Another way to reduce risk is to generate some form of income when on the road. Depending on your line of work, you may be able to continue working remotely with your current employer — something that COVID-19 has primed a lot of businesses to accept — or you may be able to take extended leave without quitting, ensuring you have a concrete source of income to return to.
If continuing your old work isn’t possible or desirable, then farm work, campsite hosting, Airtasker, or selling photography or content may be among other options of saving money or reducing expenses. Those who have been working hard for years may even be able to set up some ongoing passive income through rental payments on an investment property or through a diversified stock portfolio.
Working on the road not only allows you to travel for longer and/or preserves the existing savings you will return to. If you are still working in the same career line as before, it can prevent your CV from having a glaring gap during which you were unemployed. In a competitive industry, the more experience in years the better; and on the same note, the more work-oriented you seem, the better.
WHAT MAKES IT WORTH IT?
For us, taking the plunge has definitely been worth it; this is, after all, Australia. What natural wonders doesn’t Down Under boast? Every conceivable landscape is here. For snowy peaks, we have the High Country and Tassie. For jungles, Far North Queensland. For deserts, the Red Centre. For beaches with transparent waters, the entire West and East Coasts. For riverways, the Murray. For forested mountain ranges, the Great Dividing Range. That's not even touching on the reefs, estuaries, rock formations, and varied geological wonders elsewhere.
Every imaginable element of human interest is here too — from Australia’s First Peoples to hard-bitten European settlers, from the abandoned trades of gold fossicking and whaling to our still thriving industries, from award-winning wineries to world-class restaurants, from old-school architecture to sleek modern bridges and, ahem, opera houses.
Whatever it is you want to do, be it hiking, cycling, 4WDing, fishing, kayaking, photography, snow sports, boating, diving, wildlife watching, revisiting history, you name it, Australia affords endless opportunities. Experiencing them firsthand has been thoroughly rewarding, a constant quenching of curiosity, an endless session of fun and awe, and it’s left us with lifelong memories that will nourish us long into the future.
If you’re travelling with a partner, a lap of Aus is no doubt a test of your relationship. Difficulties are bound to arise — flat tyres and dead batteries, difficulties finding a campsite, getting lost while out of reception — and, worse even than the hardship, you’ll be faced with high stakes decisions with no clear best answer. But, through solving these problems, you gain a better understanding of yourselves and are brought together in shared pride at having overcome these challenges together.
Meanwhile, solo travellers have a fantastic opportunity to develop their independence. Even when travelling within a large family group, each person undergoes a journey of personal development, as corny as it sounds. There is, of course, the diverse skill sets gained, but the main change is a little more spiritual than that. Seeing all the awe-inspiring natural wonders and going through deep, meaningful experiences puts the trivial aspects of life into perspective and reorders your priorities, which are so easy to lose sight of in the routine of the grind.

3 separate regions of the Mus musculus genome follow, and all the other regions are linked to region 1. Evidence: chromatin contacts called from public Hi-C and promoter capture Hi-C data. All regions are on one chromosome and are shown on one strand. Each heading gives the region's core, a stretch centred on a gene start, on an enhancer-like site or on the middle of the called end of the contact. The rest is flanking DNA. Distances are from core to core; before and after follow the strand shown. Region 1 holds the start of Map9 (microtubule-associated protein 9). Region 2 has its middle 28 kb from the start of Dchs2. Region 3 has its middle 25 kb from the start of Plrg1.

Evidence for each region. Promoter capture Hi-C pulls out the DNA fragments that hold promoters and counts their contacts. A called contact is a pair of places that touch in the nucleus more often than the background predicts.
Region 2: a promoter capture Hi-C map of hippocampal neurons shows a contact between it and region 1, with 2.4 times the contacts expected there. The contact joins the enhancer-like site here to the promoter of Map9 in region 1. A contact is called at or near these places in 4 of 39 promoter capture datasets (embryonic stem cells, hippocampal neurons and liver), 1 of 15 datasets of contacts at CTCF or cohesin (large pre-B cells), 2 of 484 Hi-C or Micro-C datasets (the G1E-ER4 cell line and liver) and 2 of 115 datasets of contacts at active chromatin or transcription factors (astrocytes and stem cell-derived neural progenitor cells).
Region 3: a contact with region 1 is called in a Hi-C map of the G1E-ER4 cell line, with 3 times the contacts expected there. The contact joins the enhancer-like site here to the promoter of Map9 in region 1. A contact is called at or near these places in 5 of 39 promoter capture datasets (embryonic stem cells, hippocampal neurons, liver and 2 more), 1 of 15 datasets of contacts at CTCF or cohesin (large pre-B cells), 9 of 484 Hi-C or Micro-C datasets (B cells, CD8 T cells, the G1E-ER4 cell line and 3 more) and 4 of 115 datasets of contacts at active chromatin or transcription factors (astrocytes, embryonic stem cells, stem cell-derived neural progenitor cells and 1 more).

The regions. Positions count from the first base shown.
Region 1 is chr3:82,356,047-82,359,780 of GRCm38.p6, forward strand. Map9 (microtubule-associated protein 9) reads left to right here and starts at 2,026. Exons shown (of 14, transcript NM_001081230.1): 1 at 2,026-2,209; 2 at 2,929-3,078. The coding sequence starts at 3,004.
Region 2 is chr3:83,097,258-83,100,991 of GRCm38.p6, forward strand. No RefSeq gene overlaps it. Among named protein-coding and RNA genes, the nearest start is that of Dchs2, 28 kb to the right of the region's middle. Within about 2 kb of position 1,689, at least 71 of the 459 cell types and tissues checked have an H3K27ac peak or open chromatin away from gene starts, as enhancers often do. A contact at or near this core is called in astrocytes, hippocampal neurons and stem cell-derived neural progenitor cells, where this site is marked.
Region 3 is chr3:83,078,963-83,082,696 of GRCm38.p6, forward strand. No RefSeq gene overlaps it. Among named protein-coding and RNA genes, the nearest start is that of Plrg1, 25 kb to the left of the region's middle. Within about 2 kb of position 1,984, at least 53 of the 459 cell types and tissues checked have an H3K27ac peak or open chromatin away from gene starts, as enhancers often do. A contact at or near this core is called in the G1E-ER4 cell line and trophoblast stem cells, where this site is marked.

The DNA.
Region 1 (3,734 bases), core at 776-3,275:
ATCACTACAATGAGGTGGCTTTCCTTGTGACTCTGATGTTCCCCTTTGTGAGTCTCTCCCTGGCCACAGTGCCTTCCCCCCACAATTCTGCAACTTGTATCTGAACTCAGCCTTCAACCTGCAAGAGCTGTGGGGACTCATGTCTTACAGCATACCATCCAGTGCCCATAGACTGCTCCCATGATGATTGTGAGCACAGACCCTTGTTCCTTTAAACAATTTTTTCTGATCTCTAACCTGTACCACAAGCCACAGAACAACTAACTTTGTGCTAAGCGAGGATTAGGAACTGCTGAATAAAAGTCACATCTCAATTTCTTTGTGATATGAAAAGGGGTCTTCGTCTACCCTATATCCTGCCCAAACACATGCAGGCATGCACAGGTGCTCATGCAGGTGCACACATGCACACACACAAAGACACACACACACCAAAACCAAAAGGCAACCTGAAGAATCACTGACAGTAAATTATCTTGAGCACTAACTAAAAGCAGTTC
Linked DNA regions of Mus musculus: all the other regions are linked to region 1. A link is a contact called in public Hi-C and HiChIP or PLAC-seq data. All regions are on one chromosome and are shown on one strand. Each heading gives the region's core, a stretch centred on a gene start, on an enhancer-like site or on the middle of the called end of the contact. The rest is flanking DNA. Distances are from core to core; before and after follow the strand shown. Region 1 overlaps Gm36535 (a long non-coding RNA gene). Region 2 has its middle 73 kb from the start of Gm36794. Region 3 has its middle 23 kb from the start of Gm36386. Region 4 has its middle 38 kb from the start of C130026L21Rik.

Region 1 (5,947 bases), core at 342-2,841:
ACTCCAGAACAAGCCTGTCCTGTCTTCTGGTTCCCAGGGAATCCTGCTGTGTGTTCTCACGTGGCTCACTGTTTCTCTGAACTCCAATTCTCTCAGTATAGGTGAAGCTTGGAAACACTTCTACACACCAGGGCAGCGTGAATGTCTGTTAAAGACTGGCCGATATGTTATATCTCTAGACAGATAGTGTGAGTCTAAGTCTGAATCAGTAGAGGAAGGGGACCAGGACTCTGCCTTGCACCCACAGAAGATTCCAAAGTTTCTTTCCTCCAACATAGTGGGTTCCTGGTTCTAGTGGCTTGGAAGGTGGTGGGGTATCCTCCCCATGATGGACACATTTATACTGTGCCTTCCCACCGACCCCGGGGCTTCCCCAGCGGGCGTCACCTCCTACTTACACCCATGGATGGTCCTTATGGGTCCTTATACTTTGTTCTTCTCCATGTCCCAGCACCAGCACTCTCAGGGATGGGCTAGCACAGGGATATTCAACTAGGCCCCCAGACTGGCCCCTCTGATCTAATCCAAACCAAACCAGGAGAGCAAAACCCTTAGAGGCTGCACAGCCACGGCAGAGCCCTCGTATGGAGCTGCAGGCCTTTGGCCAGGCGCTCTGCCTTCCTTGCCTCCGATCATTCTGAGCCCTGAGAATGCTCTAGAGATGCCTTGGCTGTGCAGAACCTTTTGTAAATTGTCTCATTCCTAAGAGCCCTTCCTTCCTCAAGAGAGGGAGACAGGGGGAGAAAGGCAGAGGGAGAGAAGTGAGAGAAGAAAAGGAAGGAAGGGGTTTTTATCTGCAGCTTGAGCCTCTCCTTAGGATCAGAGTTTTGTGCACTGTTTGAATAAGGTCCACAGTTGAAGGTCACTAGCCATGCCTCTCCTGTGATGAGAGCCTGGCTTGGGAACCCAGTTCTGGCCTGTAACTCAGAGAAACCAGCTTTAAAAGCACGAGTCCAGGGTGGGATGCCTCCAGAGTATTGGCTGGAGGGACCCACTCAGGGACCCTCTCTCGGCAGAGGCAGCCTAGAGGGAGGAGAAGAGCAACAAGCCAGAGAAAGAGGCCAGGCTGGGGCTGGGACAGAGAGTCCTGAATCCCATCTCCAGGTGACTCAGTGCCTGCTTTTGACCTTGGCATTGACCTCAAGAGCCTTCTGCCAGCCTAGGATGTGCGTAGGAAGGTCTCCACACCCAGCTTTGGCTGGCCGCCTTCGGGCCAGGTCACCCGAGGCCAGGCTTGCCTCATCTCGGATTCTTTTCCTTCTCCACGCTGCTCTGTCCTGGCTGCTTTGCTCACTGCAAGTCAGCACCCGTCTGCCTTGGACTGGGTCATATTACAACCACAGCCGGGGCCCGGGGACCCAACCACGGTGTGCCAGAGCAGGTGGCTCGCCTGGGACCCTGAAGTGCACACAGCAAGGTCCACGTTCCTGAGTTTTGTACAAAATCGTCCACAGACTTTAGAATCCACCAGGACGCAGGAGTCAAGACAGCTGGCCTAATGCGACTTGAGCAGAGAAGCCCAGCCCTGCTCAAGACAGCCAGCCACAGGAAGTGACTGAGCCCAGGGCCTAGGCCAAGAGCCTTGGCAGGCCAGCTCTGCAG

However, full-time travel is not ongoing bliss. It’s loaded with challenges that may be easy to put up with on short-term holidays but becoming a little wearing over time — for example being constantly exposed to wind, rain, hail, extreme heat and vast populations of bugs, dealing with living situations that are less practical and convenient than at home, and sacrificing privacy. But, dealing with these challenges is an opportunity to develop great resilience.
Making the initial move to this lifestyle is an achievement in and of itself. It means you’ve taken the reins and exercised your willpower to align your life more closely with your values.
WHERE TO TRAVEL?
Completely changing your lifestyle involves immense challenges and considerable risks, so if you are to do it, you need an even stronger counterweight motivating you to travel. The idea of travelling the country is one thing but having concrete places in mind is a lot more psychologically compelling. It provides hard evidence of why you should be doing this.
Have a list of favourite destinations already? Hop on a mapping software and plug in your key destinations so you can visualise your big lap on the screen. Scroll through the Instagram geolocation or an article on the destination and have a look at what you stand to experience.
Nowhere in mind? Point to a map of Australia blindly and investigate the place where your finger lands. Allocate a value to each state/territory that’s not your own and roll a dice to figure out where you’ll go first. Flick through a Camper magazine and see where the shots are taken. Who knows where you’ll end up?